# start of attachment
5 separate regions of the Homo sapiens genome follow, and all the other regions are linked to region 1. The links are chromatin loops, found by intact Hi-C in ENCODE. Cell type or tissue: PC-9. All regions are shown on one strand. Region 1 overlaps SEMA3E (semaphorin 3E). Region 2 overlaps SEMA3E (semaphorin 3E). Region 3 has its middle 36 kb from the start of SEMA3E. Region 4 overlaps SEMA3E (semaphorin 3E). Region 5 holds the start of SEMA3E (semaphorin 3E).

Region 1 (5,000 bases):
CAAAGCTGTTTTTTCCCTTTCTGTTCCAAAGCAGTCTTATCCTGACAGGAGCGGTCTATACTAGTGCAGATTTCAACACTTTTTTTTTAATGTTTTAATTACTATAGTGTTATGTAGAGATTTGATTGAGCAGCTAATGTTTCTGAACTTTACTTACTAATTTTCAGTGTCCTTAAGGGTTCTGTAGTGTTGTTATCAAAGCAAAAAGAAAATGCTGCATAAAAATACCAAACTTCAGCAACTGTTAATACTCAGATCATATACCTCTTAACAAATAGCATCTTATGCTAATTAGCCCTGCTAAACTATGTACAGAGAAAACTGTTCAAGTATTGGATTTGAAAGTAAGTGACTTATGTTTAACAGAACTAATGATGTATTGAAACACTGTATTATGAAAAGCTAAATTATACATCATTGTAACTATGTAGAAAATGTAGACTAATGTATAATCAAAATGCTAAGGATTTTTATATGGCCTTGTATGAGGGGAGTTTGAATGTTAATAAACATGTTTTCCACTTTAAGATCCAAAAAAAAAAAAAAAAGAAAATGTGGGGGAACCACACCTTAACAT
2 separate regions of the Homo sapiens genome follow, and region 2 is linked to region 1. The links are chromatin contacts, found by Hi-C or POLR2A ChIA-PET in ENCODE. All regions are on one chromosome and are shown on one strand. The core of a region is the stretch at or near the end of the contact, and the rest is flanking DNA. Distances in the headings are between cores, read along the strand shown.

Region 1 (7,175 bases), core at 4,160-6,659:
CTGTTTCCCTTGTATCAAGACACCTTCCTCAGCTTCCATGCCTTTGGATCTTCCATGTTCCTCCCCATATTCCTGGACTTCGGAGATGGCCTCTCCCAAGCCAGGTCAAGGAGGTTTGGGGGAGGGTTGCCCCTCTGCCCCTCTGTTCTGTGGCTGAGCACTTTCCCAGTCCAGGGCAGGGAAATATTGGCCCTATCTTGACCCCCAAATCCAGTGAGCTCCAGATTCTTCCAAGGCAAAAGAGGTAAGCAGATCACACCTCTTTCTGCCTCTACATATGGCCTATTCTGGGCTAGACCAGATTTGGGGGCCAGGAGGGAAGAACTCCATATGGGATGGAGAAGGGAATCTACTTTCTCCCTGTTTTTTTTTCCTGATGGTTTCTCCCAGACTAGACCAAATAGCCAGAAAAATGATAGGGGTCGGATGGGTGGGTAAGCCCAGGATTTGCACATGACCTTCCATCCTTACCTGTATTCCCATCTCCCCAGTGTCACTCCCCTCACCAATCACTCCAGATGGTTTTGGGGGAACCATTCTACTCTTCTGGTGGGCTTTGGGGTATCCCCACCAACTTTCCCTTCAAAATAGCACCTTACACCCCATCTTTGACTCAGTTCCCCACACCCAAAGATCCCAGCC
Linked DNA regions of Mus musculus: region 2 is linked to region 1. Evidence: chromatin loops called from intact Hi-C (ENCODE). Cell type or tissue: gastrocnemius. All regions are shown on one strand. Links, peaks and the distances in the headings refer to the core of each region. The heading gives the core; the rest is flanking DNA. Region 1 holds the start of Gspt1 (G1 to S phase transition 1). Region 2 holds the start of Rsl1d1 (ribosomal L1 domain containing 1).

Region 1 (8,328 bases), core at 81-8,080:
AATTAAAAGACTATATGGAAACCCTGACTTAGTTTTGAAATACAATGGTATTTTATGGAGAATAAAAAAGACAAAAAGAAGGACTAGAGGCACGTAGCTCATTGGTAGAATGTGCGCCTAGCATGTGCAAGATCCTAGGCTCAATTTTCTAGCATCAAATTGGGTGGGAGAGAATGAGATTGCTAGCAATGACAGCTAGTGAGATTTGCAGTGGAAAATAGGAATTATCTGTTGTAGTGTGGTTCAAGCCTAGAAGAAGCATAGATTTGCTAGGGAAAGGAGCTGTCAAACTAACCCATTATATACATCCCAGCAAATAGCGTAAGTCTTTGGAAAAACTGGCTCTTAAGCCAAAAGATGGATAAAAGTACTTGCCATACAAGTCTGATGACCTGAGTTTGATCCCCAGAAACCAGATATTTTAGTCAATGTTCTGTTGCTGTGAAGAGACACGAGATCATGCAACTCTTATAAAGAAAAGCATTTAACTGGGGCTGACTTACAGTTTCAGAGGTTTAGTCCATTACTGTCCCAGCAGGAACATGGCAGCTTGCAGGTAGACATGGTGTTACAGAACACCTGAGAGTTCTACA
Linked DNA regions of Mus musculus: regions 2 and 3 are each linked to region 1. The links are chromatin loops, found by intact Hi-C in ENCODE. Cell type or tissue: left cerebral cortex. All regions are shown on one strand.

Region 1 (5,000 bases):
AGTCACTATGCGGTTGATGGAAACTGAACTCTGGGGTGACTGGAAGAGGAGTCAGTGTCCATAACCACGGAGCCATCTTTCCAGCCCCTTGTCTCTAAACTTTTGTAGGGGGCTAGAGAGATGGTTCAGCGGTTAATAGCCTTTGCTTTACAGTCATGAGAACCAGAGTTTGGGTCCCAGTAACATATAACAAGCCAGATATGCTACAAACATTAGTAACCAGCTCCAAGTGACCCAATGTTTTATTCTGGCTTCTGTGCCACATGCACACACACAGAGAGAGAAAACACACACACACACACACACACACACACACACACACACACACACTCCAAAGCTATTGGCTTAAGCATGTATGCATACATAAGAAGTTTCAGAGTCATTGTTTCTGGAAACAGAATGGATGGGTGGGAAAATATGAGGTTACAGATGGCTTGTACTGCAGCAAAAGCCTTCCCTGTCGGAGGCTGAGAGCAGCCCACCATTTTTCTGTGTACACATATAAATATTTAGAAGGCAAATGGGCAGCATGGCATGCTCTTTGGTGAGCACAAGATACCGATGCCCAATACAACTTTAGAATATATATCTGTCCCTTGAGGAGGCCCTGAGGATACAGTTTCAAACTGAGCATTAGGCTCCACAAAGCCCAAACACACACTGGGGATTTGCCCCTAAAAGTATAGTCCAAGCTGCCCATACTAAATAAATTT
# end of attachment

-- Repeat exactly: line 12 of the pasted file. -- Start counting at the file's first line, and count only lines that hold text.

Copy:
AGTCACTATGCGGTTGATGGAAACTGAACTCTGGGGTGACTGGAAGAGGAGTCAGTGTCCATAACCACGGAGCCATCTTTCCAGCCCCTTGTCTCTAAACTTTTGTAGGGGGCTAGAGAGATGGTTCAGCGGTTAATAGCCTTTGCTTTACAGTCATGAGAACCAGAGTTTGGGTCCCAGTAACATATAACAAGCCAGATATGCTACAAACATTAGTAACCAGCTCCAAGTGACCCAATGTTTTATTCTGGCTTCTGTGCCACATGCACACACACAGAGAGAGAAAACACACACACACACACACACACACACACACACACACACACACACTCCAAAGCTATTGGCTTAAGCATGTATGCATACATAAGAAGTTTCAGAGTCATTGTTTCTGGAAACAGAATGGATGGGTGGGAAAATATGAGGTTACAGATGGCTTGTACTGCAGCAAAAGCCTTCCCTGTCGGAGGCTGAGAGCAGCCCACCATTTTTCTGTGTACACATATAAATATTTAGAAGGCAAATGGGCAGCATGGCATGCTCTTTGGTGAGCACAAGATACCGATGCCCAATACAACTTTAGAATATATATCTGTCCCTTGAGGAGGCCCTGAGGATACAGTTTCAAACTGAGCATTAGGCTCCACAAAGCCCAAACACACACTGGGGATTTGCCCCTAAAAGTATAGTCCAAGCTGCCCATACTAAATAAATTT